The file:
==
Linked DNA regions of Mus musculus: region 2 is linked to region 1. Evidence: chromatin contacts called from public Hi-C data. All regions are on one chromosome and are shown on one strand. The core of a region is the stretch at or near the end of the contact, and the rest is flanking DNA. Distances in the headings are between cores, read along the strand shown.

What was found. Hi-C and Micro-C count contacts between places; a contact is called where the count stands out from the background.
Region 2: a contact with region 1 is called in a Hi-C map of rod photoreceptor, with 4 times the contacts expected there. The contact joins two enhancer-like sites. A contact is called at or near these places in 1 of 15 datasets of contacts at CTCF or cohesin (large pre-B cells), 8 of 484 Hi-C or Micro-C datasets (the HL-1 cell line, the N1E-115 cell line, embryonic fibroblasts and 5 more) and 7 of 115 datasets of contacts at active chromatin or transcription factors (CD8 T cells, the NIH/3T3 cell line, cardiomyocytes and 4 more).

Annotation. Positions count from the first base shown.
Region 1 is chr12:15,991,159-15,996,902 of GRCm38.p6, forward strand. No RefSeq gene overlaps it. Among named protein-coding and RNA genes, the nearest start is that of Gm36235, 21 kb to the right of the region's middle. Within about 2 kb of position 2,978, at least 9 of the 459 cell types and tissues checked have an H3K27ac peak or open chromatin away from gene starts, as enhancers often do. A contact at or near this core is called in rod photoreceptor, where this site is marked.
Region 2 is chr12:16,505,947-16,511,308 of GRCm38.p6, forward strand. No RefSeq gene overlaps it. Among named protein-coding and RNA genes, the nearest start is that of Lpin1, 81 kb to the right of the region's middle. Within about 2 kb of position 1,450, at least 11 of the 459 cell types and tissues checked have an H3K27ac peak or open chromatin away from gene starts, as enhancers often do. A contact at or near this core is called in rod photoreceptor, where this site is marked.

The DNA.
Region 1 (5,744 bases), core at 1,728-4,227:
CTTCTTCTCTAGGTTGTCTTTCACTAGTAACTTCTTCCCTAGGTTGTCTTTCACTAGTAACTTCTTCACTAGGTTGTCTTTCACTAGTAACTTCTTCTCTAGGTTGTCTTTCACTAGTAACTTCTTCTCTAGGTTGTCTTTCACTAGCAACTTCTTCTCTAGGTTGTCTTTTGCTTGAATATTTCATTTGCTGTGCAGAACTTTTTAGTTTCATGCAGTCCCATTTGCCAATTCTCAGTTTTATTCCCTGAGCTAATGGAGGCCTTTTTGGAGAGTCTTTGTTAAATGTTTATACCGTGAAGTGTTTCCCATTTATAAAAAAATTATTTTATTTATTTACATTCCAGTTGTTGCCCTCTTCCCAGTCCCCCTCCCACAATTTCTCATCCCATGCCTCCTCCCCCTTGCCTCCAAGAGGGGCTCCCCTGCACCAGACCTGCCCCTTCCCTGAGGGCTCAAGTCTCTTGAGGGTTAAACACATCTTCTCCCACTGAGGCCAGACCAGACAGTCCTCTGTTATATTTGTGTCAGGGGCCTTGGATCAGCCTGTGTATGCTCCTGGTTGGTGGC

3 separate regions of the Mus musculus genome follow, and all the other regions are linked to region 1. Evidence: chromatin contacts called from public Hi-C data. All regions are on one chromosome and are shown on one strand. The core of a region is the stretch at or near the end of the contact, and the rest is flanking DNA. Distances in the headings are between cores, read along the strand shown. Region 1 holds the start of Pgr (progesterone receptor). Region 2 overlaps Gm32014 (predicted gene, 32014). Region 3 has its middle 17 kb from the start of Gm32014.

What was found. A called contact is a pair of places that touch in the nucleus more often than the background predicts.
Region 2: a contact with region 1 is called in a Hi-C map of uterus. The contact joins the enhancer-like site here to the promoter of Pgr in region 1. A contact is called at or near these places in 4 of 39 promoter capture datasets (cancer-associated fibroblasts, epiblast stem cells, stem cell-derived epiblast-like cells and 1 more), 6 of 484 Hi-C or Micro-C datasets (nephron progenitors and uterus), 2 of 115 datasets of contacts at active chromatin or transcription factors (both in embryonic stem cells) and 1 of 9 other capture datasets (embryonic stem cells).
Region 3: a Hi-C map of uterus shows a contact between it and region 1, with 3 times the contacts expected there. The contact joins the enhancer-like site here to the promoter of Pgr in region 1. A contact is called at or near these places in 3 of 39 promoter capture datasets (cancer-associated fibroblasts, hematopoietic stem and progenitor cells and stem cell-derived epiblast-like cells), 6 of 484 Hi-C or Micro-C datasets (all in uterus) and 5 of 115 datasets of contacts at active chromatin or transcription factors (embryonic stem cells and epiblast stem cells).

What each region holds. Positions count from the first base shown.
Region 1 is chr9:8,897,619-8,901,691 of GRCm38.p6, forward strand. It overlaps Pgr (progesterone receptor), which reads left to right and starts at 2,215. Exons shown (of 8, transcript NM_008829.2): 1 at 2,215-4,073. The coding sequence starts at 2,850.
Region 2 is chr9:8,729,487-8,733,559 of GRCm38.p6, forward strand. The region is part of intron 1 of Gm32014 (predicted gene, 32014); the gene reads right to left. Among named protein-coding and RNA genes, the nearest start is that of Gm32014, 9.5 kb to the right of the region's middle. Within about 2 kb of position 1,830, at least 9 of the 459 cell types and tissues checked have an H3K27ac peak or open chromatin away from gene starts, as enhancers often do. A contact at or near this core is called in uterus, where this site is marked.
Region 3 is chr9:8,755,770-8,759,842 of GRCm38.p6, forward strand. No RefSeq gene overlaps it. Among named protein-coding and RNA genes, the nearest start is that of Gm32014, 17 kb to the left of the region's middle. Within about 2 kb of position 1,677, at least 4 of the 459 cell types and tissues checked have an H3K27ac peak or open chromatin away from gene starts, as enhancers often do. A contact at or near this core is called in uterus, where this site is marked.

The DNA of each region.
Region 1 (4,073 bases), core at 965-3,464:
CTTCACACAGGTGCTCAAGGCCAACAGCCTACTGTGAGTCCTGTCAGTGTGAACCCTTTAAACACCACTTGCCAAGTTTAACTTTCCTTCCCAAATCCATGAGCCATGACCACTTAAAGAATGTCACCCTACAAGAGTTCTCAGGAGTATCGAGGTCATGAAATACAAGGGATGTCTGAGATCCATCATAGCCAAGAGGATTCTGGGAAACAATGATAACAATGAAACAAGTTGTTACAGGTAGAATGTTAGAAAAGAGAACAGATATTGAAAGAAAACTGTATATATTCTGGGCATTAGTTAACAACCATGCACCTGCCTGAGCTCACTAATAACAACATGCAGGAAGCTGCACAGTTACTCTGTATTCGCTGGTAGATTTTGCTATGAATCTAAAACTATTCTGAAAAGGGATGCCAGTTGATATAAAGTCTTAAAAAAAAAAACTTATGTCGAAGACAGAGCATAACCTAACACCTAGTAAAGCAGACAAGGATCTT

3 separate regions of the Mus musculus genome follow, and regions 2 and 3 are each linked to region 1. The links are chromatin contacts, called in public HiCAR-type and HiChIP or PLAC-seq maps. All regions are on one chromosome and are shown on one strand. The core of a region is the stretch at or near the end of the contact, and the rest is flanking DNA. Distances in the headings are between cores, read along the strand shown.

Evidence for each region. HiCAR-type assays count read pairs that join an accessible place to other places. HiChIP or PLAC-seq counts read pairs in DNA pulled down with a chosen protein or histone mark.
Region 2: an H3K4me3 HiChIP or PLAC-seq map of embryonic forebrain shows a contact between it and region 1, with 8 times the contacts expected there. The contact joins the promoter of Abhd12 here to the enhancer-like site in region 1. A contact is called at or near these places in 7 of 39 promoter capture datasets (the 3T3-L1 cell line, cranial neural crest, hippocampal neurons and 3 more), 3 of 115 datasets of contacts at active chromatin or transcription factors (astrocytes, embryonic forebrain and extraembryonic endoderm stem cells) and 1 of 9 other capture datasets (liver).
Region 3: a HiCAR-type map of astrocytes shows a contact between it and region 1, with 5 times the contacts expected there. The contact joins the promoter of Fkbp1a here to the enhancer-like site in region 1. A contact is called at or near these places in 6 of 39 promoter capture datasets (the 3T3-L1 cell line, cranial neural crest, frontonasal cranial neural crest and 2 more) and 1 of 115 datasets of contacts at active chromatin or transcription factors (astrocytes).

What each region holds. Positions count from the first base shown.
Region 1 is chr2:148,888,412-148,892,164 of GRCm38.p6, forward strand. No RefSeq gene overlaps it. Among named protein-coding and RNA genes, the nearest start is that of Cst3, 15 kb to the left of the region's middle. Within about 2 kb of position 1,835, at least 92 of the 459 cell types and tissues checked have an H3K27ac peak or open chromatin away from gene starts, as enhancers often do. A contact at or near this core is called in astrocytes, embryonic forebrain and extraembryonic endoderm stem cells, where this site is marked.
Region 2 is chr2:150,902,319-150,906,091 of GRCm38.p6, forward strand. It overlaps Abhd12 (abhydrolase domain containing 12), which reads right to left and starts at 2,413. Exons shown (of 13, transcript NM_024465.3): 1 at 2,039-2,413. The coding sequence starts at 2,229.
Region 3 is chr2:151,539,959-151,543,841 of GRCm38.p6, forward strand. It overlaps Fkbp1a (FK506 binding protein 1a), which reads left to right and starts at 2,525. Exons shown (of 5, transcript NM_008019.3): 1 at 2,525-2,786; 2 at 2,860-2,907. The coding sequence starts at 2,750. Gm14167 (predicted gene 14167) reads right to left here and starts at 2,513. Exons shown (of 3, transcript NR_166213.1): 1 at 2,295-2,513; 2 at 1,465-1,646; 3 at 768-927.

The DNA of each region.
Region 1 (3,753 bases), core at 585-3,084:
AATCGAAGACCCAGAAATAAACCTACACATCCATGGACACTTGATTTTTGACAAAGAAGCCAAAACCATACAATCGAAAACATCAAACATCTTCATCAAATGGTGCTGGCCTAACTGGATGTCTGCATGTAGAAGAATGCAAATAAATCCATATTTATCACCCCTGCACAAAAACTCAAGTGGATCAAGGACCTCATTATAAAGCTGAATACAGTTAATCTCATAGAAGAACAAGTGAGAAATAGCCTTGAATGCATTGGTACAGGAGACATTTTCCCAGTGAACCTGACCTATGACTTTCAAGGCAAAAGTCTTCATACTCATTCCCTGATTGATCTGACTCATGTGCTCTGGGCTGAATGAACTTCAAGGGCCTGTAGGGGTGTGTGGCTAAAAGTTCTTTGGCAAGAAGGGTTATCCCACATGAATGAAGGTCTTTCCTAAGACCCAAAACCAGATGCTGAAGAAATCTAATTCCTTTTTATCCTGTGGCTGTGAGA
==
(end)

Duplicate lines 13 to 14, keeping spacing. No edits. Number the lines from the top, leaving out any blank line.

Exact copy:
Region 3: a Hi-C map of uterus shows a contact between it and region 1, with 3 times the contacts expected there. The contact joins the enhancer-like site here to the promoter of Pgr in region 1. A contact is called at or near these places in 3 of 39 promoter capture datasets (cancer-associated fibroblasts, hematopoietic stem and progenitor cells and stem cell-derived epiblast-like cells), 6 of 484 Hi-C or Micro-C datasets (all in uterus) and 5 of 115 datasets of contacts at active chromatin or transcription factors (embryonic stem cells and epiblast stem cells).

What each region holds. Positions count from the first base shown.